Republican Sen. Johnson and Independent Sen


GOP leadership has been aiming for a vote on the Better Care Reconciliation Act (BCRA)-the Senate's version of health care legislation to supplant Obamacare and an analogue to the House-passed American Health Care Act (AHCA)-sometime this week with the hopes of smashing up a political cinderblock before the 4th of July Congressional recess.

Do they really want to say someday that one of their most important votes in the Senate involved taking health care away from millions of Americans? Since it's likely Democrats will unanimously vote against the bill, Republicans can afford to lose two votes before the bill is jeopardized.

Senate Republican leaders want a vote in the coming week on a plan to roll back much of President Barack Obama's health care law.

"What I find so disappointing is these bills aren't going to fix the problem", Johnston said Sunday.

Ron Johnson is one of the five GOP senators who have publicly declared they won't vote for the American Health Care Act as it's now written.

Sen. Bill Cassidy, R-La., said on CBS' Face the Nation that he was undecided on the bill, as did Sen.

"I have a hard time believing Wisconsin constituents or even myself will have enough time to properly evaluate this for me to vote for a motion to proceed" to the legislation, Johnson said on NBC's Meet the Press.

"We should not be voting on this next week", he insisted.

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Five senators have already announced their opposition to the Senate bill. "It's so devastating to the middle class", he said on ABC, putting the Republicans' chances of passing the current bill at "50-50".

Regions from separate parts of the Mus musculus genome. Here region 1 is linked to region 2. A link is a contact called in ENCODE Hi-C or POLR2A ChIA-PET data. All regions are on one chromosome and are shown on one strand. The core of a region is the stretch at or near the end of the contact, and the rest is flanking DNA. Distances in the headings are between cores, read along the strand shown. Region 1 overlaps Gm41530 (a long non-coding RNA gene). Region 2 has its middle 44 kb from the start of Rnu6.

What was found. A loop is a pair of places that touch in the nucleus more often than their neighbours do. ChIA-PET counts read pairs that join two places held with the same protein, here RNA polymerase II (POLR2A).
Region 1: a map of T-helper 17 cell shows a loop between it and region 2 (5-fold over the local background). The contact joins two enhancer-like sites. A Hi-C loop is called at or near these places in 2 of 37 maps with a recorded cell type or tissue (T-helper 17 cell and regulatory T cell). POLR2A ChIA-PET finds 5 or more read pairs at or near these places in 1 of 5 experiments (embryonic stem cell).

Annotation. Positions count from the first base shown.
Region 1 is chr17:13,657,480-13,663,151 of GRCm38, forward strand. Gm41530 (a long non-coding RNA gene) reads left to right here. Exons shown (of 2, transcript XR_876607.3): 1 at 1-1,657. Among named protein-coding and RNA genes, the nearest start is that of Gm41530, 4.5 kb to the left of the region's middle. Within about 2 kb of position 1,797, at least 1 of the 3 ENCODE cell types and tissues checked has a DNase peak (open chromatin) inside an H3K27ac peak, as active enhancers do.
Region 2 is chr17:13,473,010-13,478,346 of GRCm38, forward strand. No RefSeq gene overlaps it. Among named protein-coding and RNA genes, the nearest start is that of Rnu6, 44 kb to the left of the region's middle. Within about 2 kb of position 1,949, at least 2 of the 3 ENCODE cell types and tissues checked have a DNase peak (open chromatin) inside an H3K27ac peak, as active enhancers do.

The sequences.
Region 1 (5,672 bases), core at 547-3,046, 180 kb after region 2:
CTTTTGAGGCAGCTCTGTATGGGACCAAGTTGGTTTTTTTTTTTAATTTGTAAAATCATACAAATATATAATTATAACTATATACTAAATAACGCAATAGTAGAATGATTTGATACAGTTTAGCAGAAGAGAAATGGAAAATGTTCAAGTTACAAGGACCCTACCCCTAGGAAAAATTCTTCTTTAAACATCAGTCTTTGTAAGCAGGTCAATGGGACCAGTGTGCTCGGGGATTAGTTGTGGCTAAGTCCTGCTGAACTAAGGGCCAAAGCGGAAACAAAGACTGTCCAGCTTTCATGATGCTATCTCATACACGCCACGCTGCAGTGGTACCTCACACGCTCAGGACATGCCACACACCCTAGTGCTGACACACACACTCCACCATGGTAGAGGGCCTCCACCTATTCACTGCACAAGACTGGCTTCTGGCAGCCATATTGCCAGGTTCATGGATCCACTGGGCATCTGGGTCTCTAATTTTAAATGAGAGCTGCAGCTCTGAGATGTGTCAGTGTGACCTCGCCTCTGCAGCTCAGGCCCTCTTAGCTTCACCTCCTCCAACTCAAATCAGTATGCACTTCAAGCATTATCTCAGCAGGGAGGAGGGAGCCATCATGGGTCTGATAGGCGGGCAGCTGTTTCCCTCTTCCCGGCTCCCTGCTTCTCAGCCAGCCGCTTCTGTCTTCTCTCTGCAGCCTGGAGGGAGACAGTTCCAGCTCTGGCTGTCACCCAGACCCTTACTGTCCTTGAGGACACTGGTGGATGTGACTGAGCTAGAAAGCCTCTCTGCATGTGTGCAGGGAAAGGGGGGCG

"I don't think he's leading it", Trump said.

Ben Sasse said Sunday the Senate's current plan to overhaul health care "is not a full repeal or full replace".

The Congressional Budget Office's initial review of the Senate's draft bill is expected to be released Monday. But passage in the Senate would just be the first step; it would then have to be reconciled with lawmakers from a more conservative House before once again passing both chambers and heading to President Trump's desk. Conservatives like Sen. Rand Paul (R-Ky.) think it doesn't go far enough and have branded it "Obamacare Lite" whereas more moderate members of Medicaid expansion states are concerned needy patients would be hurt by Medicaid reforms or defunding Planned Parenthood.

U.S. Health and Human Services Secretary Tom Price, during interviews on CNN's "State of the Union" and "Fox News Sunday", defended the bill, claiming it would help drive down insurance premiums and make private insurance more affordable for those low-income Americans who would no longer qualify for Medicaid.

"And it doesn't have to be 100 percent repeal", said Mr. Paul. "We could well be in all night a couple of nights working through what will be an open amendment process and I think that at least is good".

Trump told Fox that health care is "a very complicated subject", and any changes will draw opposition from one group or another.